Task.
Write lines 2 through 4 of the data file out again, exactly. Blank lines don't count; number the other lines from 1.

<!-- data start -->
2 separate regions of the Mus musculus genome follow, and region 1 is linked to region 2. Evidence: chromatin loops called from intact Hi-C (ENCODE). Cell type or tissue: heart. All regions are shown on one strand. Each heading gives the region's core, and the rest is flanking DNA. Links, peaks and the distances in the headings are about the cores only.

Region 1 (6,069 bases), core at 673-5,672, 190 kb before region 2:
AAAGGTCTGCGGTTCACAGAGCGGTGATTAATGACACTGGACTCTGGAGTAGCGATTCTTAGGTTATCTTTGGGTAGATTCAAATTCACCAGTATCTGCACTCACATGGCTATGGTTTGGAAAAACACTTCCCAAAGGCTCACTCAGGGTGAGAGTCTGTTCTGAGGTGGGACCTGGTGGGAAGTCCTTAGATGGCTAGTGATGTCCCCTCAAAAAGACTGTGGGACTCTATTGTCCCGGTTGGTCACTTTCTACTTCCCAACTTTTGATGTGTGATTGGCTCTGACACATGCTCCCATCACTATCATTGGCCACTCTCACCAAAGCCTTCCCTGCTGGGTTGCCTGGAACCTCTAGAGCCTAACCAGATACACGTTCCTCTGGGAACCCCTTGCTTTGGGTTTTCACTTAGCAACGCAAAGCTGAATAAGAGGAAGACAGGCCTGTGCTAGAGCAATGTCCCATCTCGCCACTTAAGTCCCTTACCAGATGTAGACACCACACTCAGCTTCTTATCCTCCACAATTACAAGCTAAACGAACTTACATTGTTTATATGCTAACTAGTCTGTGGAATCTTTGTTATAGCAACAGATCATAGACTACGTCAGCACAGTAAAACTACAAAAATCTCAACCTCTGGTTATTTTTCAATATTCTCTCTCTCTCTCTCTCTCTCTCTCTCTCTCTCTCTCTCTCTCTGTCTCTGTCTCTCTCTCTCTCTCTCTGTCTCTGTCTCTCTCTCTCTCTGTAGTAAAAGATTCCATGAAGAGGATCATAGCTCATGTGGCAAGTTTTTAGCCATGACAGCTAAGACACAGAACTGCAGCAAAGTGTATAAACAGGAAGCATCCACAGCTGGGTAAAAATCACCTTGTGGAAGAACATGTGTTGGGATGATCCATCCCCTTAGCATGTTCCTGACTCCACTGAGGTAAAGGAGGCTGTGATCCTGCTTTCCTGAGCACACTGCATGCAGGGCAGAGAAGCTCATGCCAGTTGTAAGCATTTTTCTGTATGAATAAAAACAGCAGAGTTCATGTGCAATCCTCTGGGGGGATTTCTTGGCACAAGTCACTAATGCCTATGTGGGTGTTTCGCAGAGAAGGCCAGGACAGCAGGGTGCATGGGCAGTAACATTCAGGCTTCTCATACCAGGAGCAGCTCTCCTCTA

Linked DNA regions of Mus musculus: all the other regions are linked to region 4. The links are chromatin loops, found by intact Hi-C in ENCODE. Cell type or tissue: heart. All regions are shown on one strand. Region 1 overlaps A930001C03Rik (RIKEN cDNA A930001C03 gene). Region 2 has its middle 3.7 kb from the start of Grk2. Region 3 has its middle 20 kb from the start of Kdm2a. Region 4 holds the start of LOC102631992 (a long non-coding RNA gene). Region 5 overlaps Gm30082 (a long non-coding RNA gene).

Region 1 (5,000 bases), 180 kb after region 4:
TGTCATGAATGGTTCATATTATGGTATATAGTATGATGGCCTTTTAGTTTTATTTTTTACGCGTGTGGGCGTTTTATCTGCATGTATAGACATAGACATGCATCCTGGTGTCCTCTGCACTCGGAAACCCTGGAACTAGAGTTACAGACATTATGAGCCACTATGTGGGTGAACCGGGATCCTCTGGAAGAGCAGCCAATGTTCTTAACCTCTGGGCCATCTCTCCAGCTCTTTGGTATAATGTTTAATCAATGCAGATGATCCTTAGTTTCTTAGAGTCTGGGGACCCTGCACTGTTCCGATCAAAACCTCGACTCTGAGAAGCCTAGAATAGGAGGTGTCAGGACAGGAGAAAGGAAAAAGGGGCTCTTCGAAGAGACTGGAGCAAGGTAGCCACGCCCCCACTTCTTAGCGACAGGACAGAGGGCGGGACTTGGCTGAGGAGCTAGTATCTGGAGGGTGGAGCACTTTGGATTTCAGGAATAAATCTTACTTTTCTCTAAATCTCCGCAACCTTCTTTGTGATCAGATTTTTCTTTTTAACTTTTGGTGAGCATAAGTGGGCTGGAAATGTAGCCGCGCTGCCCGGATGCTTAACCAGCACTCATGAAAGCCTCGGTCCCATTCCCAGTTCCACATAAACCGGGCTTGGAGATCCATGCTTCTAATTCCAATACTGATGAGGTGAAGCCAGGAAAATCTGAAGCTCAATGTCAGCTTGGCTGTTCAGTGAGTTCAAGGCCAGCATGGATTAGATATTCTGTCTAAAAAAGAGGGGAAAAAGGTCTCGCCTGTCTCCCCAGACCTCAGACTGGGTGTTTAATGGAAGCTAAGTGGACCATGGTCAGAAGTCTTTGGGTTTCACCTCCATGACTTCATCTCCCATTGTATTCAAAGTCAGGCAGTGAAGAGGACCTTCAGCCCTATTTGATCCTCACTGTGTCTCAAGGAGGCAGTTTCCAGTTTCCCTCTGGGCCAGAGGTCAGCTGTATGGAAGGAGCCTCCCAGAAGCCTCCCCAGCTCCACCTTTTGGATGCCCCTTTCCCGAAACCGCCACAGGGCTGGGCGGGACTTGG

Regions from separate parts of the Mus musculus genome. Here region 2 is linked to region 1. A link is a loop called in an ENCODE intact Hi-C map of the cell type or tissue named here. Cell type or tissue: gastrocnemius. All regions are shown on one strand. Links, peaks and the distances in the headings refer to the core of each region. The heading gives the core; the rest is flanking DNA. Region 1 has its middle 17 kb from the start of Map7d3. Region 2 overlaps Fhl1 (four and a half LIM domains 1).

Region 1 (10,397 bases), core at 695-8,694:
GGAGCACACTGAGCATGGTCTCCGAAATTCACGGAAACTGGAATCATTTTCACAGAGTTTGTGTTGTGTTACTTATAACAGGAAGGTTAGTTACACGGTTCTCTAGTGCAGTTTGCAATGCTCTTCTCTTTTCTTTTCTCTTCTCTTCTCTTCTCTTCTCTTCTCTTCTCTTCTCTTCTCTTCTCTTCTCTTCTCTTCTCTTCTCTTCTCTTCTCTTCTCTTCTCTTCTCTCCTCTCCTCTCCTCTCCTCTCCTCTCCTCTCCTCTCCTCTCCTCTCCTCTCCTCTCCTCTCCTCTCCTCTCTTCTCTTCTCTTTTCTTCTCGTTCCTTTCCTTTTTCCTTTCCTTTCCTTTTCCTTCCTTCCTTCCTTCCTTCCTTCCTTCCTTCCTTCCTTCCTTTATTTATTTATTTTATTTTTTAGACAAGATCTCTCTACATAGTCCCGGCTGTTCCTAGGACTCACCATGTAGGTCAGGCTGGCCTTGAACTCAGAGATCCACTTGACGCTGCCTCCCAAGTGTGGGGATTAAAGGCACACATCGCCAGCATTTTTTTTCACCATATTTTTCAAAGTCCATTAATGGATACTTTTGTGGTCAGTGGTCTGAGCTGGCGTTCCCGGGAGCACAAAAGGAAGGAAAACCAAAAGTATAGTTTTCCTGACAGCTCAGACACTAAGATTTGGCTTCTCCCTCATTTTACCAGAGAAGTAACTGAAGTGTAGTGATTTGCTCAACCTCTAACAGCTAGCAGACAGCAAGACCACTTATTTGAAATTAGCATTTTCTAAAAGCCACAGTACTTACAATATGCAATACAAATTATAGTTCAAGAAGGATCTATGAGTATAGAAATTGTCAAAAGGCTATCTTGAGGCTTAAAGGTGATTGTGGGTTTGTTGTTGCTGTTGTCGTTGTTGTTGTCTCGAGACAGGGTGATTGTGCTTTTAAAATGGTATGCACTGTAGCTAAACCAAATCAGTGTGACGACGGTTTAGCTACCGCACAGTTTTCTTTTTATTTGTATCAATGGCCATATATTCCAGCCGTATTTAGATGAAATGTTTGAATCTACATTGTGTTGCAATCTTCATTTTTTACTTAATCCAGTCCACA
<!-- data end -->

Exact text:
Region 1 (6,069 bases), core at 673-5,672, 190 kb before region 2:
AAAGGTCTGCGGTTCACAGAGCGGTGATTAATGACACTGGACTCTGGAGTAGCGATTCTTAGGTTATCTTTGGGTAGATTCAAATTCACCAGTATCTGCACTCACATGGCTATGGTTTGGAAAAACACTTCCCAAAGGCTCACTCAGGGTGAGAGTCTGTTCTGAGGTGGGACCTGGTGGGAAGTCCTTAGATGGCTAGTGATGTCCCCTCAAAAAGACTGTGGGACTCTATTGTCCCGGTTGGTCACTTTCTACTTCCCAACTTTTGATGTGTGATTGGCTCTGACACATGCTCCCATCACTATCATTGGCCACTCTCACCAAAGCCTTCCCTGCTGGGTTGCCTGGAACCTCTAGAGCCTAACCAGATACACGTTCCTCTGGGAACCCCTTGCTTTGGGTTTTCACTTAGCAACGCAAAGCTGAATAAGAGGAAGACAGGCCTGTGCTAGAGCAATGTCCCATCTCGCCACTTAAGTCCCTTACCAGATGTAGACACCACACTCAGCTTCTTATCCTCCACAATTACAAGCTAAACGAACTTACATTGTTTATATGCTAACTAGTCTGTGGAATCTTTGTTATAGCAACAGATCATAGACTACGTCAGCACAGTAAAACTACAAAAATCTCAACCTCTGGTTATTTTTCAATATTCTCTCTCTCTCTCTCTCTCTCTCTCTCTCTCTCTCTCTCTCTCTGTCTCTGTCTCTCTCTCTCTCTCTCTGTCTCTGTCTCTCTCTCTCTCTGTAGTAAAAGATTCCATGAAGAGGATCATAGCTCATGTGGCAAGTTTTTAGCCATGACAGCTAAGACACAGAACTGCAGCAAAGTGTATAAACAGGAAGCATCCACAGCTGGGTAAAAATCACCTTGTGGAAGAACATGTGTTGGGATGATCCATCCCCTTAGCATGTTCCTGACTCCACTGAGGTAAAGGAGGCTGTGATCCTGCTTTCCTGAGCACACTGCATGCAGGGCAGAGAAGCTCATGCCAGTTGTAAGCATTTTTCTGTATGAATAAAAACAGCAGAGTTCATGTGCAATCCTCTGGGGGGATTTCTTGGCACAAGTCACTAATGCCTATGTGGGTGTTTCGCAGAGAAGGCCAGGACAGCAGGGTGCATGGGCAGTAACATTCAGGCTTCTCATACCAGGAGCAGCTCTCCTCTA

Linked DNA regions of Mus musculus: all the other regions are linked to region 4. The links are chromatin loops, found by intact Hi-C in ENCODE. Cell type or tissue: heart. All regions are shown on one strand. Region 1 overlaps A930001C03Rik (RIKEN cDNA A930001C03 gene). Region 2 has its middle 3.7 kb from the start of Grk2. Region 3 has its middle 20 kb from the start of Kdm2a. Region 4 holds the start of LOC102631992 (a long non-coding RNA gene). Region 5 overlaps Gm30082 (a long non-coding RNA gene).